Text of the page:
Below; also serving with 767 NAS was XV 579 "157"/VL in two-tone RAF camo.
(unknown photographers, photo print above and below in my collection - you can click on the image to view it large)
Also available on the 'Early British Phantoms' decal sheet from RAM Models
Below; Royal Navy Phantom FG.1 XT 859, at Yeovilton, March 1969 (in my collection via Darryl Wickham). Another notable feature of FAA F-4s was the extensible nose wheel leg to reduce the 'wind over deck' requirement for safe launches from the smaller British flight decks/catapults.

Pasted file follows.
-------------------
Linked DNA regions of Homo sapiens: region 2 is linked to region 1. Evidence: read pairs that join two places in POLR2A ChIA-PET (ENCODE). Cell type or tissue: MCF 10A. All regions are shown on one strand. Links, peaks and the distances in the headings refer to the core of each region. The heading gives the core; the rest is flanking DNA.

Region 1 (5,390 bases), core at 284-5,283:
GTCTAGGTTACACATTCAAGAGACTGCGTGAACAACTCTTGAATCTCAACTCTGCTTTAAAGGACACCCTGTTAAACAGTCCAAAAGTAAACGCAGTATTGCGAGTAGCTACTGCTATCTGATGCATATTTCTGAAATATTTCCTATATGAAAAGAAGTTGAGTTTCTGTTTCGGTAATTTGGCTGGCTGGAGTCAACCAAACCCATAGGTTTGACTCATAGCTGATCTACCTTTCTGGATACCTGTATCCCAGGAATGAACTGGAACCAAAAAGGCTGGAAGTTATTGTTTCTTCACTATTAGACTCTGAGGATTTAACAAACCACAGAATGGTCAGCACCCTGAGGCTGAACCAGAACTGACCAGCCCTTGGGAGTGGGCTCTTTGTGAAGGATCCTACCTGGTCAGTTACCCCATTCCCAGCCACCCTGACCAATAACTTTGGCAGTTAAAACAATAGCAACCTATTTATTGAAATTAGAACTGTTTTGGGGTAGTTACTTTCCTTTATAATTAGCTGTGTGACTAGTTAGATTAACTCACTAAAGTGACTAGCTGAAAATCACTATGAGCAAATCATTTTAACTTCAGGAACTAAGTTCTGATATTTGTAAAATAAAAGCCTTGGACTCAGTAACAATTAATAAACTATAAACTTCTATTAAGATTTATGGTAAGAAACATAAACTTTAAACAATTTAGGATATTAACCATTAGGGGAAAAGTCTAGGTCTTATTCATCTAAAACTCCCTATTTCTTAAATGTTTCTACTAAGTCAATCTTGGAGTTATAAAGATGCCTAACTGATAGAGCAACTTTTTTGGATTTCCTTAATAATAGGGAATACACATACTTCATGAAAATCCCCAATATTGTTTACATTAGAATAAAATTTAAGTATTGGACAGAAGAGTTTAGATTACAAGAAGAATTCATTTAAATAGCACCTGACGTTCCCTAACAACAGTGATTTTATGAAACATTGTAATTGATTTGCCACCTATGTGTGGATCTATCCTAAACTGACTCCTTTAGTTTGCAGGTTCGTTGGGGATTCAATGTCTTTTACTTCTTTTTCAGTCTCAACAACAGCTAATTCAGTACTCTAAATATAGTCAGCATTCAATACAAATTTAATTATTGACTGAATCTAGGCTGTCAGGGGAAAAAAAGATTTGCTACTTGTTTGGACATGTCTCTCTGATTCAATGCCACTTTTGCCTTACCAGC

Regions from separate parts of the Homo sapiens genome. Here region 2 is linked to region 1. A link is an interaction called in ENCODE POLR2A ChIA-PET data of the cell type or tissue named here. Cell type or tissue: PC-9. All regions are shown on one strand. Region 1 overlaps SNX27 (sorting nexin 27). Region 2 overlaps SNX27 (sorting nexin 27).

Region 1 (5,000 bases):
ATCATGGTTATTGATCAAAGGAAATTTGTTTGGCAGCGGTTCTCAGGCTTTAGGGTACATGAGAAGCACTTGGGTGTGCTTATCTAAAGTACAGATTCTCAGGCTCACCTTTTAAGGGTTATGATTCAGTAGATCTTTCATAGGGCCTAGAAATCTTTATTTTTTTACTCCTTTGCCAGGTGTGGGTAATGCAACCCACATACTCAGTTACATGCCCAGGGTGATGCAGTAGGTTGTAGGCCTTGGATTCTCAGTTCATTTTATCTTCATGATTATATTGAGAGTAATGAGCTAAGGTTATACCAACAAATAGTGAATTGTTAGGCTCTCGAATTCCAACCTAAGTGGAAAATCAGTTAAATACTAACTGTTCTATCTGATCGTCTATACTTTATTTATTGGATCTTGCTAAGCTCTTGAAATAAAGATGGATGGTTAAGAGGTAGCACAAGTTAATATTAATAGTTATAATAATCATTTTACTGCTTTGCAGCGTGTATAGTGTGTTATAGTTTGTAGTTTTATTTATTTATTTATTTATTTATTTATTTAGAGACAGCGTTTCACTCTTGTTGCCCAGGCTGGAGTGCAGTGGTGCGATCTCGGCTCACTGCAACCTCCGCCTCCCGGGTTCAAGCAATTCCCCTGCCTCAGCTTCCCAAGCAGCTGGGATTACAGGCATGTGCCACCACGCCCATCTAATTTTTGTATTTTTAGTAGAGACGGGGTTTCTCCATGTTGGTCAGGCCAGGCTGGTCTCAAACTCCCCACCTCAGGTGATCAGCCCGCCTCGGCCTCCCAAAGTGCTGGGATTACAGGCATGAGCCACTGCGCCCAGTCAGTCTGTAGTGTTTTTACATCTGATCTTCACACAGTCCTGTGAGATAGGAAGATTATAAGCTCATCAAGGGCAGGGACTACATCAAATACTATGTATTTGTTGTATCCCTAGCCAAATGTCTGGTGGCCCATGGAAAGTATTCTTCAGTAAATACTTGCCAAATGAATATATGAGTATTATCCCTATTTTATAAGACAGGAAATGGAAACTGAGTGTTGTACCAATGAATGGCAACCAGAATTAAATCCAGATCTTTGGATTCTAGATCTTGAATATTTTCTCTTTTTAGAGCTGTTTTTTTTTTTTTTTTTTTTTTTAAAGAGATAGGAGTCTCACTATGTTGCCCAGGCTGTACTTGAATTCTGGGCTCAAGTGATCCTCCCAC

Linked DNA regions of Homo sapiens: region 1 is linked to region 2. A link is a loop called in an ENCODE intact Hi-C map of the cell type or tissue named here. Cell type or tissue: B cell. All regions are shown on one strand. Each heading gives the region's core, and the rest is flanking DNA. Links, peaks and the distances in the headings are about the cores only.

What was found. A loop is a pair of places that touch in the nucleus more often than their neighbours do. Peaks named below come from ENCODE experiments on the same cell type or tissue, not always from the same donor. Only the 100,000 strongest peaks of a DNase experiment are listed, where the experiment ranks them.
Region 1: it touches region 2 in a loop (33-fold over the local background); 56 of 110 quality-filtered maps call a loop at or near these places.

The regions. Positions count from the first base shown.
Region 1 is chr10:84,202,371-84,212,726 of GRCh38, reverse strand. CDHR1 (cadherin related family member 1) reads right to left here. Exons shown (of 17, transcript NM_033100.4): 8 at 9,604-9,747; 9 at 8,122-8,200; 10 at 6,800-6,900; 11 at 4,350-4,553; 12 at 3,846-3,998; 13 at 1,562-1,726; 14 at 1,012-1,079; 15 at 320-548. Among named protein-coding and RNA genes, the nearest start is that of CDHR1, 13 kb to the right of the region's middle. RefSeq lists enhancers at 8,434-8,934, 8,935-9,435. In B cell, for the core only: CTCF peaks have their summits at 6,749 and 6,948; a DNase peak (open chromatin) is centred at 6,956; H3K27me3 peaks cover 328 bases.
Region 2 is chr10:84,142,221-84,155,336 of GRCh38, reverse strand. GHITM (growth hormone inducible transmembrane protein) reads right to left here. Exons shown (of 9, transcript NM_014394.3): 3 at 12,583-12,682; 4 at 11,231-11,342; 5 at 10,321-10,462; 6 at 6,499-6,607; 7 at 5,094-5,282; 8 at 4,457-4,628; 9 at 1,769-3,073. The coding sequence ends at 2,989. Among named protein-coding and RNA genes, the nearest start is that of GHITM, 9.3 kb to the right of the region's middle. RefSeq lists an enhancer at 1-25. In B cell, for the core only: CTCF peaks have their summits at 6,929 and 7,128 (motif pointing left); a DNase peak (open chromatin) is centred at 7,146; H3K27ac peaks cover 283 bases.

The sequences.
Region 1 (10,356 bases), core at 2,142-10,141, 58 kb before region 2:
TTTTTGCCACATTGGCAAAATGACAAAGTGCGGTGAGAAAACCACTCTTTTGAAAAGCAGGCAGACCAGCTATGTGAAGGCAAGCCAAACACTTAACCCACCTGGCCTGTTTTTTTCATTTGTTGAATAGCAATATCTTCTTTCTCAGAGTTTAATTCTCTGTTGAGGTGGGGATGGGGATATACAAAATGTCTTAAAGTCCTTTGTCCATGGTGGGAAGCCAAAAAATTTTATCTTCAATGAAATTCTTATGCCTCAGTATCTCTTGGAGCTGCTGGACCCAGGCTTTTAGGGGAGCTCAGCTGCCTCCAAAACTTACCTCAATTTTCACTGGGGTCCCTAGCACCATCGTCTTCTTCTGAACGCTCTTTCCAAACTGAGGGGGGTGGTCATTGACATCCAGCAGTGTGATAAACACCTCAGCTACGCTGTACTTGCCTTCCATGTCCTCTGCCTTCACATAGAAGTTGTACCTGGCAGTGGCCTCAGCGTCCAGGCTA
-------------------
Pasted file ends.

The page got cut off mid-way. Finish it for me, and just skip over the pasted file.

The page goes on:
" Everything drops when the weight is off the wheels. For carrier ops the nose wheel extended to give better angle of attack on launch. 1/2 flap for take off and full flap for landing. The leading edge flaps came down for both..On the FGR2 we didn't have the extending nosewheel although it might have been useful on a QRA launch from Stanley! We also landed into the cable. It was a 600 foot pull out not too dissimilar to The Ark. The oleos extended under gravity. so what you see on landing is normal. I think the early FG1s had the extending nose wheel. A few of the Navy mods were retained such as the slotted stabilator but most were slowly phased out."